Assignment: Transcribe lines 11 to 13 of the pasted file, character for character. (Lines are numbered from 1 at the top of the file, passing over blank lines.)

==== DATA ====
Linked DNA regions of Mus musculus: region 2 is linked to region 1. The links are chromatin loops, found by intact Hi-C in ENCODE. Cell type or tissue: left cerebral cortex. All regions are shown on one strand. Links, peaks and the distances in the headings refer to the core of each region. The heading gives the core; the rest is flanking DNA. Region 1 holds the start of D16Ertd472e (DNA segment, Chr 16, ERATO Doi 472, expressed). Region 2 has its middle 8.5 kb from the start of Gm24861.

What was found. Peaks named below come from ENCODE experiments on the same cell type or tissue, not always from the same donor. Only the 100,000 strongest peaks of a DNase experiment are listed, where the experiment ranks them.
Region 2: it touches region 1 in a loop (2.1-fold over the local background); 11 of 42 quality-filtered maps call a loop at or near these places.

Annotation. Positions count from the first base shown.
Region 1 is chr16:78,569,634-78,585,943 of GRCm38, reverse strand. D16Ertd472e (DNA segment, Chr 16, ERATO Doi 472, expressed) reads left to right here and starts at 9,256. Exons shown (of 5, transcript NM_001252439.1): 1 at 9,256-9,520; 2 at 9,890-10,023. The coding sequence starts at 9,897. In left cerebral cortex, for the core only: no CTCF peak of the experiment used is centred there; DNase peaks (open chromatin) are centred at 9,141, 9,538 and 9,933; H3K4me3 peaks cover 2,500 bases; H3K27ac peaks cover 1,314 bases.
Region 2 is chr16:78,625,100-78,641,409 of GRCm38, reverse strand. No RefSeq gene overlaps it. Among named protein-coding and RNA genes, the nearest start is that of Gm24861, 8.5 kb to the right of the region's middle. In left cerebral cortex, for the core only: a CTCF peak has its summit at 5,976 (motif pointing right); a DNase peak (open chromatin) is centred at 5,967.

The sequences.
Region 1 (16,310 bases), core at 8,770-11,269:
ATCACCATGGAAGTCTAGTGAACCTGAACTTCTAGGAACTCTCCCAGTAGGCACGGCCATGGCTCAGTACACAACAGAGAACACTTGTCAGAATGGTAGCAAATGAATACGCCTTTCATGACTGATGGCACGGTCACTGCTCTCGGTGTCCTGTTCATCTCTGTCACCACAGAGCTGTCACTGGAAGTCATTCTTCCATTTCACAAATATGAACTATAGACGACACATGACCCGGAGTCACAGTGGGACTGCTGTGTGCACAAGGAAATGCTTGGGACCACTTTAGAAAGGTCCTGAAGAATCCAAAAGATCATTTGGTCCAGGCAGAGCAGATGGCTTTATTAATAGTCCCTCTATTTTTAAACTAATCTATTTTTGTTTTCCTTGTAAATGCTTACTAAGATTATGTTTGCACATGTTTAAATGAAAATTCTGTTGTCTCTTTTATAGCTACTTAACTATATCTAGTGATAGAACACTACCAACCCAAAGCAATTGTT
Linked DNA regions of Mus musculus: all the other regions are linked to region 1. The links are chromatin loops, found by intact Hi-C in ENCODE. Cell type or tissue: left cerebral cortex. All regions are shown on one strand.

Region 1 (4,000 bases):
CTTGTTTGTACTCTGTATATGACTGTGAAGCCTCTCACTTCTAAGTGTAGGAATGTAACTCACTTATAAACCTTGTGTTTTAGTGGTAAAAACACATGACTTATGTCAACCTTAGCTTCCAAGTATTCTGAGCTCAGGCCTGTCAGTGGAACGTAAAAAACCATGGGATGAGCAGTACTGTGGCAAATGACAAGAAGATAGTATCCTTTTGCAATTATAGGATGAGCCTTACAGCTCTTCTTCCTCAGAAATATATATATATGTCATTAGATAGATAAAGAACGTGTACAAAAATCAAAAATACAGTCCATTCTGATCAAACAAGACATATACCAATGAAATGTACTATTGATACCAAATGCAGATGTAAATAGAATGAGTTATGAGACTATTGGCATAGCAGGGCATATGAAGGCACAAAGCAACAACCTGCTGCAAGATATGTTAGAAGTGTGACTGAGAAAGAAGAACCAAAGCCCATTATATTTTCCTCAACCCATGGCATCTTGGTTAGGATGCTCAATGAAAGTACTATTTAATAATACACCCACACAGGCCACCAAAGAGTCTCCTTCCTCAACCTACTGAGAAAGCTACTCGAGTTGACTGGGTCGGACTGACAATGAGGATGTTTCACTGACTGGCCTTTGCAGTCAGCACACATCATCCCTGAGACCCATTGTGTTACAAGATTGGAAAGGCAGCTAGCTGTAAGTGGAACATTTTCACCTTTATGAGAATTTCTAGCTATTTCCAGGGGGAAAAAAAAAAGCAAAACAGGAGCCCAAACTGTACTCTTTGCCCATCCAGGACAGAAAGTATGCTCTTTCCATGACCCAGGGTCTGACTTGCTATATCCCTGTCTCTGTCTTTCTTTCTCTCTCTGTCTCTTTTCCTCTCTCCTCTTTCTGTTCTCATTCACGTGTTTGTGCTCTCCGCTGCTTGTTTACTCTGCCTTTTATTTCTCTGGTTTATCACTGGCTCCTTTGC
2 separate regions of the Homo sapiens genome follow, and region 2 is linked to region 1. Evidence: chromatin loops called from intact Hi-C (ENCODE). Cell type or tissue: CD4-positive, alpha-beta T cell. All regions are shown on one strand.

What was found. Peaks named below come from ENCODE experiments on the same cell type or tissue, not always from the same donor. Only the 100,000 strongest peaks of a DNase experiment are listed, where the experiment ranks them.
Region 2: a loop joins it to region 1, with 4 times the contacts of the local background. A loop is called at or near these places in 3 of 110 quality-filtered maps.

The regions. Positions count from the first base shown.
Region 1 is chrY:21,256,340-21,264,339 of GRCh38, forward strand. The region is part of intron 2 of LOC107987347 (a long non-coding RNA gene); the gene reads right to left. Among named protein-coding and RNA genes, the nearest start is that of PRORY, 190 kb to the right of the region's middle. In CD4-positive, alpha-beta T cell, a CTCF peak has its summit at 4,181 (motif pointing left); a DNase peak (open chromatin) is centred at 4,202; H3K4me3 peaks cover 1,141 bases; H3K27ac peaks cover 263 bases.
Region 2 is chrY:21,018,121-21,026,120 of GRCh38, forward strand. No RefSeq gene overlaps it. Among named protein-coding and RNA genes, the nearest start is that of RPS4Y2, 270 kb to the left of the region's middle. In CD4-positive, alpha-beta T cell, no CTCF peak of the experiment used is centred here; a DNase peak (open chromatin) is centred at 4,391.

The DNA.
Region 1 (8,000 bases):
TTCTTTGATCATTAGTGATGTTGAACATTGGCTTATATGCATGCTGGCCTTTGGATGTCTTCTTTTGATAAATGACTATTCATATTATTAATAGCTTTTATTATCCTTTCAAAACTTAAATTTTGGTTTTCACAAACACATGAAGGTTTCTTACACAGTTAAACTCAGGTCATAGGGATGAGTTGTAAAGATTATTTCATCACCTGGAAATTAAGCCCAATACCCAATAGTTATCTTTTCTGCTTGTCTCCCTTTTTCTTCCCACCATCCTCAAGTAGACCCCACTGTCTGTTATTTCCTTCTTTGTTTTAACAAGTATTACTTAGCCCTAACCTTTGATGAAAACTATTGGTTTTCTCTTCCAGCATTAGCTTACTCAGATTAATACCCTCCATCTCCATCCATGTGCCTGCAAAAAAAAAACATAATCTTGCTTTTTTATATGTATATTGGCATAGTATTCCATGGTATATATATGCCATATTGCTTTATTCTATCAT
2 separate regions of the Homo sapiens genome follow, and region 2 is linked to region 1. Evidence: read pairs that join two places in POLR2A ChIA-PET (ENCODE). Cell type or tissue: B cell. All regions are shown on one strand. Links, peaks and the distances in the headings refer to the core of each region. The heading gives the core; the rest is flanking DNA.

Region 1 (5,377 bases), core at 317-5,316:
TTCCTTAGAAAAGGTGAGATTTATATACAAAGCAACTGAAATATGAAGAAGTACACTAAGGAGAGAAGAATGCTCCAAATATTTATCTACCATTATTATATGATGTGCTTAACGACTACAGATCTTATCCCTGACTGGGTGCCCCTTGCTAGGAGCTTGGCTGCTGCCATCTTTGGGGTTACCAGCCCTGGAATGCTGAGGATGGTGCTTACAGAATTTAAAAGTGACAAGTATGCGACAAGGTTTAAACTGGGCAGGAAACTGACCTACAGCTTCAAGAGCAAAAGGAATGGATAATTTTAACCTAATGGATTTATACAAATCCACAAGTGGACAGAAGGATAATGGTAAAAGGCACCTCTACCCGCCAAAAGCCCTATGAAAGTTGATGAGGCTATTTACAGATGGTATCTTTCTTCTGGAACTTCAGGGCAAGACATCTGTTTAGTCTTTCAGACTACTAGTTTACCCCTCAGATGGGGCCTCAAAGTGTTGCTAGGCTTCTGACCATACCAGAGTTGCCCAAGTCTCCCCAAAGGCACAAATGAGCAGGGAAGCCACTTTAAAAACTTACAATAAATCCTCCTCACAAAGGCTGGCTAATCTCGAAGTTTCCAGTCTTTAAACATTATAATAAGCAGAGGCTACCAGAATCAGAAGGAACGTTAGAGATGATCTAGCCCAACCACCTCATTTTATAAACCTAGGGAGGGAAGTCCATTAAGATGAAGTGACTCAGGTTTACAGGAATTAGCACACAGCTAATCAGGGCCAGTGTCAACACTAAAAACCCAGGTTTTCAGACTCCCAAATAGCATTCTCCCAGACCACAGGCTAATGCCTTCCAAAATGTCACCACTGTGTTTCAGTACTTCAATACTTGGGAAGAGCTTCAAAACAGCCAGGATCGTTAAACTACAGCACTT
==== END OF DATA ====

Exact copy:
Region 1 (4,000 bases):
CTTGTTTGTACTCTGTATATGACTGTGAAGCCTCTCACTTCTAAGTGTAGGAATGTAACTCACTTATAAACCTTGTGTTTTAGTGGTAAAAACACATGACTTATGTCAACCTTAGCTTCCAAGTATTCTGAGCTCAGGCCTGTCAGTGGAACGTAAAAAACCATGGGATGAGCAGTACTGTGGCAAATGACAAGAAGATAGTATCCTTTTGCAATTATAGGATGAGCCTTACAGCTCTTCTTCCTCAGAAATATATATATATGTCATTAGATAGATAAAGAACGTGTACAAAAATCAAAAATACAGTCCATTCTGATCAAACAAGACATATACCAATGAAATGTACTATTGATACCAAATGCAGATGTAAATAGAATGAGTTATGAGACTATTGGCATAGCAGGGCATATGAAGGCACAAAGCAACAACCTGCTGCAAGATATGTTAGAAGTGTGACTGAGAAAGAAGAACCAAAGCCCATTATATTTTCCTCAACCCATGGCATCTTGGTTAGGATGCTCAATGAAAGTACTATTTAATAATACACCCACACAGGCCACCAAAGAGTCTCCTTCCTCAACCTACTGAGAAAGCTACTCGAGTTGACTGGGTCGGACTGACAATGAGGATGTTTCACTGACTGGCCTTTGCAGTCAGCACACATCATCCCTGAGACCCATTGTGTTACAAGATTGGAAAGGCAGCTAGCTGTAAGTGGAACATTTTCACCTTTATGAGAATTTCTAGCTATTTCCAGGGGGAAAAAAAAAAGCAAAACAGGAGCCCAAACTGTACTCTTTGCCCATCCAGGACAGAAAGTATGCTCTTTCCATGACCCAGGGTCTGACTTGCTATATCCCTGTCTCTGTCTTTCTTTCTCTCTCTGTCTCTTTTCCTCTCTCCTCTTTCTGTTCTCATTCACGTGTTTGTGCTCTCCGCTGCTTGTTTACTCTGCCTTTTATTTCTCTGGTTTATCACTGGCTCCTTTGC
2 separate regions of the Homo sapiens genome follow, and region 2 is linked to region 1. Evidence: chromatin loops called from intact Hi-C (ENCODE). Cell type or tissue: CD4-positive, alpha-beta T cell. All regions are shown on one strand.